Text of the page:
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. (November 2015)
The International Cooperation Administration (ICA) was a United States government agency operating from June 30, 1955 until September 4, 1961, responsible for foreign assistance and 'nonmilitary security' programs. It was the predecessor of the present-day U.S. Agency for International Development.
, a publication for ICA employees
The International Cooperation Administration (ICA) was established by the U.S. State Department Delegation of Authority 85, from June 30, 1955, pursuant to EO 10610, May 9, 1955. Its predecessor was the Foreign Operations Administration (FOA) founded in 1953. Both organizations coordinated foreign assistance operations and conducted all nonmilitary security programs for the United States. On September 4, 1961 the ICA was abolished by act of Congress (75 Stat. 446) and all functions were transferred to U.S. Agency for International Development.
The ICA consisted of several departments or agencies organized by region. They included the Institute of Inter-American Affairs.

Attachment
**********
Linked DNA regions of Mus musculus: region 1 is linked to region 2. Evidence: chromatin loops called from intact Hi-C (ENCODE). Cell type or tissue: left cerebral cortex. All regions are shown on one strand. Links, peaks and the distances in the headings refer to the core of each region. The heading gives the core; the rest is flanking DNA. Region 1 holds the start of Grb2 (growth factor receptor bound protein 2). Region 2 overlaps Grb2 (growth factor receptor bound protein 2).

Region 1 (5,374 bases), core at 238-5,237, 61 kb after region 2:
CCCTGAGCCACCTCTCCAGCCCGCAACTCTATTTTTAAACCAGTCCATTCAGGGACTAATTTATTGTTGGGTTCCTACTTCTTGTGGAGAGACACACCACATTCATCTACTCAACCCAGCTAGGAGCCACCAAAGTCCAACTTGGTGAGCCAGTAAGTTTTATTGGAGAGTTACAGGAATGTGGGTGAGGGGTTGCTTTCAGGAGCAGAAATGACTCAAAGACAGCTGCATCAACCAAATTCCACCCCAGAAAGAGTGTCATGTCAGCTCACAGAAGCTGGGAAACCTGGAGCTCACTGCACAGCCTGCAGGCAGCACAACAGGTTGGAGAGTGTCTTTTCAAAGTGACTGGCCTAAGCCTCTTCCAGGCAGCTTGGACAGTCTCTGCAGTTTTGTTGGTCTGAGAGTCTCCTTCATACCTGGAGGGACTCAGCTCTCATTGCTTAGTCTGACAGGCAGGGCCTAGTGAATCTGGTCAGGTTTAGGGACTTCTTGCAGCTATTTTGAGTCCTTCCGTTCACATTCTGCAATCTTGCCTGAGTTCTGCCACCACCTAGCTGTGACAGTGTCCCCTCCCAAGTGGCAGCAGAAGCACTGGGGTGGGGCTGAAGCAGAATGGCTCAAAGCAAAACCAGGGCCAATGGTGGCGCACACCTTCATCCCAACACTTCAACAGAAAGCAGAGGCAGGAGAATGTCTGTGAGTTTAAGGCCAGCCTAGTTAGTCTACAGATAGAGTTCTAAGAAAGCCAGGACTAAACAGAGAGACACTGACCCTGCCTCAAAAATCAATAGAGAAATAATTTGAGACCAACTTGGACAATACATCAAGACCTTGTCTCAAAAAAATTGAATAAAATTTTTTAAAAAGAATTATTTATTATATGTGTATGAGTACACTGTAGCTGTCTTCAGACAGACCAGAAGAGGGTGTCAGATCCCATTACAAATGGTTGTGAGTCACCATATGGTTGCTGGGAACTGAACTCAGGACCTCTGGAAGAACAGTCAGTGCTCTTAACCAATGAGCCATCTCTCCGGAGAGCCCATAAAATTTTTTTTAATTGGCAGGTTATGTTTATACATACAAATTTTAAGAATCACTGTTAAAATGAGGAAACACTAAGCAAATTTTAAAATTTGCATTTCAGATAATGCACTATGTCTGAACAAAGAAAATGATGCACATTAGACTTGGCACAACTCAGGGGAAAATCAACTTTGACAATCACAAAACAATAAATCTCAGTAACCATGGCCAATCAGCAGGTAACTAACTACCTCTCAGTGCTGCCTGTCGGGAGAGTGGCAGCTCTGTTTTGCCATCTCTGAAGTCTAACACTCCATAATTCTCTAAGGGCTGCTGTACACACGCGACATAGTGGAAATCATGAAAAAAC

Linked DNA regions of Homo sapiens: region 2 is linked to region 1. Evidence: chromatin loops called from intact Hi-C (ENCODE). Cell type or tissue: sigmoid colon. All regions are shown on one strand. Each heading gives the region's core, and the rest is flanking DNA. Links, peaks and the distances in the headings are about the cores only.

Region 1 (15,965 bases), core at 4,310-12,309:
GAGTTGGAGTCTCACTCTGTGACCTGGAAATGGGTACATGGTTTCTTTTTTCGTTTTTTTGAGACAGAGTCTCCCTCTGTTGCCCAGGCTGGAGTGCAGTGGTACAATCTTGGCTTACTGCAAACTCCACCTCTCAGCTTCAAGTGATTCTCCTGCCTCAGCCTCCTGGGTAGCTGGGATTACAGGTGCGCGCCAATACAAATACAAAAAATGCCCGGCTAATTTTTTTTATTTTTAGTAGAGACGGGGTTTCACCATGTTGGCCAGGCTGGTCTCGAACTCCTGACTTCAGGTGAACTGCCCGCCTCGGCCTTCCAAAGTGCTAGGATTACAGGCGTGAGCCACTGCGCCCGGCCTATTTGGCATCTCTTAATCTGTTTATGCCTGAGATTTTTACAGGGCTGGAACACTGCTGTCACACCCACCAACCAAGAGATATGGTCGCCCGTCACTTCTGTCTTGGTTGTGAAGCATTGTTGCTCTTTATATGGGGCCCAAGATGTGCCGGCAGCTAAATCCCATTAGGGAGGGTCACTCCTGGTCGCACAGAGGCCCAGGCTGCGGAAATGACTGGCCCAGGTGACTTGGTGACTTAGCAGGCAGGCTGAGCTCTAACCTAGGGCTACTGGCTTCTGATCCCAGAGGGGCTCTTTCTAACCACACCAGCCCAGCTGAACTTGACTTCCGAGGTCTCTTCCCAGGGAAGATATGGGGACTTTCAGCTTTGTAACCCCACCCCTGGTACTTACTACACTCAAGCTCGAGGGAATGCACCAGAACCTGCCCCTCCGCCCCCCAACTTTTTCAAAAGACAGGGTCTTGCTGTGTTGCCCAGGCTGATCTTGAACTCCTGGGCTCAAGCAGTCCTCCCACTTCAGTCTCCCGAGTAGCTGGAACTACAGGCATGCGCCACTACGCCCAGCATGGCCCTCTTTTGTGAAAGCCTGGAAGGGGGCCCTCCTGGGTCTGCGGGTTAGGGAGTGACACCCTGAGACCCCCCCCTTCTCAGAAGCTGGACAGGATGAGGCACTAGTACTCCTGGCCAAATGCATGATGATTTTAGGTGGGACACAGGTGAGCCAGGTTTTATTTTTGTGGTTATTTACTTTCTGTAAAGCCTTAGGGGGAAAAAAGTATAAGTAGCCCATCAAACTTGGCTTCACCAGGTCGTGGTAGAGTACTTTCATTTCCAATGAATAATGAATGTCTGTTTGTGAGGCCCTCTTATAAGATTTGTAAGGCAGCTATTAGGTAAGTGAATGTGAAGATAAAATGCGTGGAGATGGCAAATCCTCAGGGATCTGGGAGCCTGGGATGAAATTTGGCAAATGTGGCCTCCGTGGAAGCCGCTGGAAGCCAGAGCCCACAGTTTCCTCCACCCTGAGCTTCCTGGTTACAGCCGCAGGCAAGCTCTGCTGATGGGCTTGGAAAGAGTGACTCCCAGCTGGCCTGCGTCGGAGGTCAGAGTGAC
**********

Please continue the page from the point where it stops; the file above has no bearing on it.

Historical records from the 'Office of Participant Training', including those pertaining to the organization of third-country training in Europe (1951–61) still exist, as do US Mission to NATO and European Regional Organizations (USRO) reports of third-country training in Europe (1956–60).
Examples of surviving film reports include "Report to the American People on Technical Cooperation" (1955), showing U.S. assistance to Afghanistan, Ecuador, Ethiopia, India, Indochina, Indonesia, Libya, Paraguay, Sudan, and Thailand, and "Strength for Peace" (1955), describing U.S. military assistance programs and cooperation with the North Atlantic Treaty Organization, Southeast Treaty Organization and Rio Pact countries.